plaintiff must “receive some form of judicial imprimatur.” Id. at 1230 (citation omitted). In
other words, in order for a party to prevail, a court order must “lend judicial teeth to the merits of
the case” such that a party can “obtain a court order to enforce the merits of some portion of the
claim it made in its suit.” Id. Because a conditional mootness order could at most give plaintiffs
“hope for another chance to present their case on the merits,” it did not have the judicial
imprimatur that was required in order to make the plaintiff a “prevailing party” for purposes of
the EAJA. Id.
In this case, the Respondents moved to dismiss the petition as being moot. The court
granted that motion. The court also denied Petitioner’s motion to compel as moot, relying upon
the representations made by the Respondents. Like the conditional mootness order in the
Biodiversity case, the dismissal order in this case does not purport to resolve Petitioner’s claim
on the merits. Instead, the case was dismissed because Petitioner was no longer in custody. The
Petitioner’s motion to compel was denied based on Respondents’ representation that Petitioner
would not be re-detained except under certain acceptable conditions. Should Petitioner be
detained in the future, whether that detention is legally permissible must be judged on the facts
precipitating that detention. In such a case, the representations made to the court will become an
issue only should the government act contrary to those representations. The representations were
not imposed as a condition of the court’s order, but accepted as a statement of government
practice and policy. Thus, as in the Biodiversity case, Petitioner does not have the judicial
imprimatur that is required to make him a “prevailing party.” For this reason, the court is not
permitted to award him attorney fees under the EAJA.
Petitioner has alternatively sought appointment of his counsel nunc pro tunc under the
Criminal Justice Act (“CJA”), 18 U.S.C. § 3006A. The CJA allows courts to appoint counsel for
indigent petitioners who seek relief by filing a petition for a writ of habeas corpus if the interests
of justice so require. 18 U.S.C. § 3006A(a)(2)(B). The Respondents do not oppose the
appointment of counsel nunc pro tunc under the CJA, but condition their position on the court
concluding such an appointment is proper. (Dkt No. 33, 10-11). The courts, including this court,
have previously found that appointment of a CJA attorney under similar circumstances is
appropriate. See, e.g., Insixiegnmy v. Kirkpatrick, No. 2:99CV17 C, 2000 WL 33710837 (D.
Utah Sept. 21, 2000) (unpublished). Cf. United States v. Alexander, 742 F. Supp. 54 (N.D.N.Y.
1990) (holding that there was no authority under the CJA for a court to grant a motion brought by
an attorney, rather than by a defendant, for appointment of counsel nunc pro tunc). Ordinarily,
appointment of counsel pursuant to the CJA is and should be made near the commencement of
litigation; the act, however, permits courts to make appointments “retroactive to include any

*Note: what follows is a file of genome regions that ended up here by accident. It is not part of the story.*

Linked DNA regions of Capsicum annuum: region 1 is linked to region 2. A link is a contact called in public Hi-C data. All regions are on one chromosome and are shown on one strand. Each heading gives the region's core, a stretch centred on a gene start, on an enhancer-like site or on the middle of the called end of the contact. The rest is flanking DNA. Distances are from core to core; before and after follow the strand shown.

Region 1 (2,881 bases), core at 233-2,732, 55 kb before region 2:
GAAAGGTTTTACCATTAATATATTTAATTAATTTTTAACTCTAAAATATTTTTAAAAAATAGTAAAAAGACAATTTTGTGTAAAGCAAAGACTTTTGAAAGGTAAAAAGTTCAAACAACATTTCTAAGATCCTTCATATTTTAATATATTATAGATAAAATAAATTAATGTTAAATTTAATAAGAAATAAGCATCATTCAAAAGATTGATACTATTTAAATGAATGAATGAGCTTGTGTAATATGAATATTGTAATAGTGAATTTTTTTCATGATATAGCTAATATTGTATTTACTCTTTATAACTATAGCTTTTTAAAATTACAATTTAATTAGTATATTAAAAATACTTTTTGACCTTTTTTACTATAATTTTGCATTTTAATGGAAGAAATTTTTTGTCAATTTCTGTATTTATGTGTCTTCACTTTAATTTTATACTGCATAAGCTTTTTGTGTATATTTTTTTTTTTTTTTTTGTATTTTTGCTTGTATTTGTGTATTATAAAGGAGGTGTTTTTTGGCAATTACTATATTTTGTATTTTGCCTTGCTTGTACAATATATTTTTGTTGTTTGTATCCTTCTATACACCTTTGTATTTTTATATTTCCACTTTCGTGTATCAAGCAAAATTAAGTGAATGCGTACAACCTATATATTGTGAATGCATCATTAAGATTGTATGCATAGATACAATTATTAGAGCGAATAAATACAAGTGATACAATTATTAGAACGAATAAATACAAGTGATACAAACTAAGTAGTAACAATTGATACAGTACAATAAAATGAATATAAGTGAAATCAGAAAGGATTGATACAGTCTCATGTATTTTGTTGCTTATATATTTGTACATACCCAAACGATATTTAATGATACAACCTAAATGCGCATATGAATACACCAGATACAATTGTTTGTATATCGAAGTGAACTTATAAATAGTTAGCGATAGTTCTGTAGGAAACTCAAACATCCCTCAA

representation furnished pursuant to the plan prior to appointment.” 18 U.S.C. § 3006A(b).
Also, when a district judge in the District of Utah determines that appointment of an attorney
who is not a member of the CJA panel is in the interest of justice, the attorney may be admitted
to the CJA panel pro hac vice. See United States District Court for the District of Utah,
Amended Criminal Justice Plan ¶ VI.H.4 (approved Nov. 14, 2011).
The court finds that the interests of justice are advanced in this case by appointing
counsel for Petitioner nunc pro tunc under the CJA. This finding, however, is conditioned on
Petitioner demonstrating that he was a financially eligible person under the act. Petitioner is an
alien subject to an order of removal issued by a federal immigration judge. Following the order
of removal, Petitioner was held in the custody of ICE for more than 15 months. The Supreme
Court has made clear that indefinite detention of aliens present in the United States, without due
process of law, is unconstitutional. See Zadvydas v. Davis, 533 U.S. 678, 693 (2001). Any
detention longer than six months is presumptively a violation. Immigration law can often be
complex, and issues of alien detention often require a level of experience in the law that cannot
be reasonably expected of an alien appearing before the court pro se. The unique circumstance
of this case, the representations of ICE that Petitioner would soon be removed from the country,
and the difficulty in arranging travel plans all contributed to the complexity. Nevertheless, ICE
failed to release Petitioner long after its own policies should have required it to do so. For this
reason, the interests of justice are served in this unique case by the appointment of counsel to
represent Petitioner who was detained well beyond the six-month presumption of reasonableness
established by the Supreme Court. See Zadvydas, 533 U.S. at 701. Such an appointment must be
rare and supported by the unusual circumstances evident in this case.
Except in “extremely difficult case[s] where the court finds it in the interest of justice to
appoint [more than one] attorney,” the CJA only provides for the appointment of one attorney per